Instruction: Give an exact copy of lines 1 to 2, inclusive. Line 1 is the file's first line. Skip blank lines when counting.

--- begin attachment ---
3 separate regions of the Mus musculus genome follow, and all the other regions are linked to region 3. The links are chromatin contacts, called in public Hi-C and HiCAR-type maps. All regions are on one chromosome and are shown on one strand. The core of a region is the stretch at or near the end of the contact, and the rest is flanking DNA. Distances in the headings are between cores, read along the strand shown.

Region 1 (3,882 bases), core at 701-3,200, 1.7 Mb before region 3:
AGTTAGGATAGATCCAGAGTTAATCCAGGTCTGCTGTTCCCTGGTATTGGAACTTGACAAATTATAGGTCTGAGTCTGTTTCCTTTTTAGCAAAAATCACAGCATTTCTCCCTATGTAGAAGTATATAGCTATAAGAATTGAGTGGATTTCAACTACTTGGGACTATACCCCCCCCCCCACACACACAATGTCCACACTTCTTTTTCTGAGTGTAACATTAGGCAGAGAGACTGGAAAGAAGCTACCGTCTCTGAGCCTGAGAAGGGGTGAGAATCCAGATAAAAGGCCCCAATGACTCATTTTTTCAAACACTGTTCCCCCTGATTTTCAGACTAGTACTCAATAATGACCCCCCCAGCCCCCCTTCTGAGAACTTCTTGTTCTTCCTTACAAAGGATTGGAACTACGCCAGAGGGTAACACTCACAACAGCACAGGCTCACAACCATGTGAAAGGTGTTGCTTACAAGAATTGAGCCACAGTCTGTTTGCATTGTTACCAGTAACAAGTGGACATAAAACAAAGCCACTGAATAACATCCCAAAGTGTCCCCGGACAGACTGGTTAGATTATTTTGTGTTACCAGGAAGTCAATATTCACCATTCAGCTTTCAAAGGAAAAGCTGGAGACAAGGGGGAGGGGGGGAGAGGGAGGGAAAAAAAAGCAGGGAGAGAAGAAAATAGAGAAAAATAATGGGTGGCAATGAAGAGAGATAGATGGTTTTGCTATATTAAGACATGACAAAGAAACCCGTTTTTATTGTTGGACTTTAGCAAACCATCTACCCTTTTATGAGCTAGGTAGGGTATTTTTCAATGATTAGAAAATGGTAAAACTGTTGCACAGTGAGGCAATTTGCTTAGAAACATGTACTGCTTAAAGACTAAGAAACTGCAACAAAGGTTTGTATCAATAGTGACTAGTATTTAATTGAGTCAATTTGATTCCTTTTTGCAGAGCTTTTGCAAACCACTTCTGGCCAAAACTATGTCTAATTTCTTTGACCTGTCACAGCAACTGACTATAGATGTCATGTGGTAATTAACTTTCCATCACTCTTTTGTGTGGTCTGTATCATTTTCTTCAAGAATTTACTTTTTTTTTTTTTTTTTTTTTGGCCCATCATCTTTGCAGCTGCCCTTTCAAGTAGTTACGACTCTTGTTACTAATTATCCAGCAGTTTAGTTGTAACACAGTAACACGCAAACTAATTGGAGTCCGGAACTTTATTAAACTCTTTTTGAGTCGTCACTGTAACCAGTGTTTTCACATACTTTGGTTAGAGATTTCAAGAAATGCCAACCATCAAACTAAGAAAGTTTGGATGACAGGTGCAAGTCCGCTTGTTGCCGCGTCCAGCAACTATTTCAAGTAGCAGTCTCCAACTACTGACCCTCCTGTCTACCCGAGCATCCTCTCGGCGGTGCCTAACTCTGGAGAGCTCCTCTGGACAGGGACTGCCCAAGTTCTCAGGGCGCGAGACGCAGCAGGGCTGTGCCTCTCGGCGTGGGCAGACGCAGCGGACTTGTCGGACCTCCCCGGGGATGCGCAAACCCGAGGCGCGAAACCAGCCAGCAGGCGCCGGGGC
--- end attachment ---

3 separate regions of the Mus musculus genome follow, and all the other regions are linked to region 3. The links are chromatin contacts, called in public Hi-C and HiCAR-type maps. All regions are on one chromosome and are shown on one strand. The core of a region is the stretch at or near the end of the contact, and the rest is flanking DNA. Distances in the headings are between cores, read along the strand shown.

Region 1 (3,882 bases), core at 701-3,200, 1.7 Mb before region 3: